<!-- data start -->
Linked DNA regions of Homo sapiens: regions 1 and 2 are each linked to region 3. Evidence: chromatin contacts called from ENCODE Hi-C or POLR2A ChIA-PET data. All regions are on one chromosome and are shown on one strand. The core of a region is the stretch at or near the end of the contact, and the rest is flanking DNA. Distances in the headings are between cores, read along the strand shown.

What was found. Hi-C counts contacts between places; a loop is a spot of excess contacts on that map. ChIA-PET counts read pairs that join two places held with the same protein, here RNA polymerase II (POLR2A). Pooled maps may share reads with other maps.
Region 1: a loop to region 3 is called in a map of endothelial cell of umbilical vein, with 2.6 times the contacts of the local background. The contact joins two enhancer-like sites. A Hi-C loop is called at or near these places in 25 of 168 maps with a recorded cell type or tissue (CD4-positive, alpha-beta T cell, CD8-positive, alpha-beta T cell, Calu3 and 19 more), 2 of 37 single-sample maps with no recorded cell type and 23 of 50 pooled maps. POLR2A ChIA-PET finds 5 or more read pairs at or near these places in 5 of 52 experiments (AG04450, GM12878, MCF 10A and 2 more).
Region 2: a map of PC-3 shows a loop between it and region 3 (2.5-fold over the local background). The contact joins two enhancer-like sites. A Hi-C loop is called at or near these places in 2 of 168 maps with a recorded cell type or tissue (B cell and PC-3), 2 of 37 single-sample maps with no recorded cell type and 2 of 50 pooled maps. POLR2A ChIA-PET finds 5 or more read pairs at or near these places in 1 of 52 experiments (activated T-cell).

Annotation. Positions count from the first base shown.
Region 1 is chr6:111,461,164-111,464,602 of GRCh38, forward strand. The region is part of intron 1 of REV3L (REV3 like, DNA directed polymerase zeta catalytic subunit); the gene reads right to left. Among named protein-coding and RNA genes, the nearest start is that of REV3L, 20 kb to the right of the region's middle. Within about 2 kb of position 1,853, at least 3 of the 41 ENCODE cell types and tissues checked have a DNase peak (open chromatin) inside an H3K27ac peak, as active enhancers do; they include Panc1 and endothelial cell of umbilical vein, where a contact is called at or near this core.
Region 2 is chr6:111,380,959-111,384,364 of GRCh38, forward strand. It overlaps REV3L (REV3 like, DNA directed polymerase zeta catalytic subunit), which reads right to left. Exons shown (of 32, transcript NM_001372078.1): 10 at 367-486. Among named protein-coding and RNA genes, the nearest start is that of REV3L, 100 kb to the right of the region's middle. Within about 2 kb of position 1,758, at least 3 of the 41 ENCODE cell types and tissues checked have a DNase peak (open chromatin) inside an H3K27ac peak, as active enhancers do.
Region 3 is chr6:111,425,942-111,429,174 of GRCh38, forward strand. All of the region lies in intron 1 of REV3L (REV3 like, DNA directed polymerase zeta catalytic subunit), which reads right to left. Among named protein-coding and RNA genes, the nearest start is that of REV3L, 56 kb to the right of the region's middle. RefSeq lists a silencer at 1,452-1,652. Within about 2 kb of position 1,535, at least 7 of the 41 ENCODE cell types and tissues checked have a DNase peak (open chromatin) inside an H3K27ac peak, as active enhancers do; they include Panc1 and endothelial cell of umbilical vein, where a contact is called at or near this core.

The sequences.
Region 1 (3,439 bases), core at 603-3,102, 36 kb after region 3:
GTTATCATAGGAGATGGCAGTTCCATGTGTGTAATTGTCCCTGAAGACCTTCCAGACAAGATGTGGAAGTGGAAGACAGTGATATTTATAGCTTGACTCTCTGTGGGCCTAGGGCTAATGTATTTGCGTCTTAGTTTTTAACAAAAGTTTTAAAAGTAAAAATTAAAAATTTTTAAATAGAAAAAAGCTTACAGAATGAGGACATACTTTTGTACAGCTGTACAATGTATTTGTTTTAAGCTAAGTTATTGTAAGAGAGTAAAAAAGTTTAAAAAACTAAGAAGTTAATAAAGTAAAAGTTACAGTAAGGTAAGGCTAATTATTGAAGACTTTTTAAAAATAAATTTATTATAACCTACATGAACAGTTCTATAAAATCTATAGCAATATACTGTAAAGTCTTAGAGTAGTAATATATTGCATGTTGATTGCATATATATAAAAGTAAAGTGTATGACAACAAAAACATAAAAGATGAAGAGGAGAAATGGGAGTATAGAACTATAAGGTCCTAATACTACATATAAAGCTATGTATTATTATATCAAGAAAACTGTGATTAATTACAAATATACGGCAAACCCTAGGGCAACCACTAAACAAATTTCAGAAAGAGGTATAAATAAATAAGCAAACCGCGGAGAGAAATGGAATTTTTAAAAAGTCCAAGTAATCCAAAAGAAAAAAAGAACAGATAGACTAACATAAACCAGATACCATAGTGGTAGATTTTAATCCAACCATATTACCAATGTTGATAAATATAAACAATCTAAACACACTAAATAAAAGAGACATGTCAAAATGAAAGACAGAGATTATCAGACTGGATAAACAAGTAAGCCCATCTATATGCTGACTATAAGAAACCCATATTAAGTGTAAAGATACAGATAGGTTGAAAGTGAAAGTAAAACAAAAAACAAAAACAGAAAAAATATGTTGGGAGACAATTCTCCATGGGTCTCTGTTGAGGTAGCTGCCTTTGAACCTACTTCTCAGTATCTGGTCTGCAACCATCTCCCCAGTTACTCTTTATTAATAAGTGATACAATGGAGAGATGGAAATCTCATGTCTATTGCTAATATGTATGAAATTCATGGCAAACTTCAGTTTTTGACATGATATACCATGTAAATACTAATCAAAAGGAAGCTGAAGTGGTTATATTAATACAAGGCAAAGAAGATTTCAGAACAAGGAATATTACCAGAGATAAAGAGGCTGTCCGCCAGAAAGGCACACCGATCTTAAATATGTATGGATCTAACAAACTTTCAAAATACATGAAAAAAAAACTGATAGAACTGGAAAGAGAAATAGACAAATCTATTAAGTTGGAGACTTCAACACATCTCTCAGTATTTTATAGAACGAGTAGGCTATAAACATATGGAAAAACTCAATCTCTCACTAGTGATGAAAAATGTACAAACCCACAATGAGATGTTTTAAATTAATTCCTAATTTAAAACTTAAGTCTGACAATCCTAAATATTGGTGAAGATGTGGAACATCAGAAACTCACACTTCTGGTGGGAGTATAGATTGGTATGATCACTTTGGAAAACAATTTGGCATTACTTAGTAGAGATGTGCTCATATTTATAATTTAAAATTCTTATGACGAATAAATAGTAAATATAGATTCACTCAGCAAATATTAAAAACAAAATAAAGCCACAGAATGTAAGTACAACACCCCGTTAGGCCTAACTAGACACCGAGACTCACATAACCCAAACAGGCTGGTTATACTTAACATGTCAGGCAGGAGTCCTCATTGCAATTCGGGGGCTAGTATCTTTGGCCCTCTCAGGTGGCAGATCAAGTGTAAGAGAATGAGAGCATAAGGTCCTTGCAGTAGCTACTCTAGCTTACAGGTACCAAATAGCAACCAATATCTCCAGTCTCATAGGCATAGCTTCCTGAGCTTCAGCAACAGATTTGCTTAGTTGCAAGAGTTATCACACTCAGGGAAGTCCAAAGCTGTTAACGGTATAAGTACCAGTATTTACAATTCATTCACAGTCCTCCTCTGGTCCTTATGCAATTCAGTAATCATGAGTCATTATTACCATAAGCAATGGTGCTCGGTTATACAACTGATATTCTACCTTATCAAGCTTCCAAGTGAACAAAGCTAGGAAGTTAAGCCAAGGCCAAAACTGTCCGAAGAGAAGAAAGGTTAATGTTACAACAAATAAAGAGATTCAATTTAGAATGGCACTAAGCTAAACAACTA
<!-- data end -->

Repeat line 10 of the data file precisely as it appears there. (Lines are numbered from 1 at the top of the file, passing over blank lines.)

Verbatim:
Region 1 (3,439 bases), core at 603-3,102, 36 kb after region 3: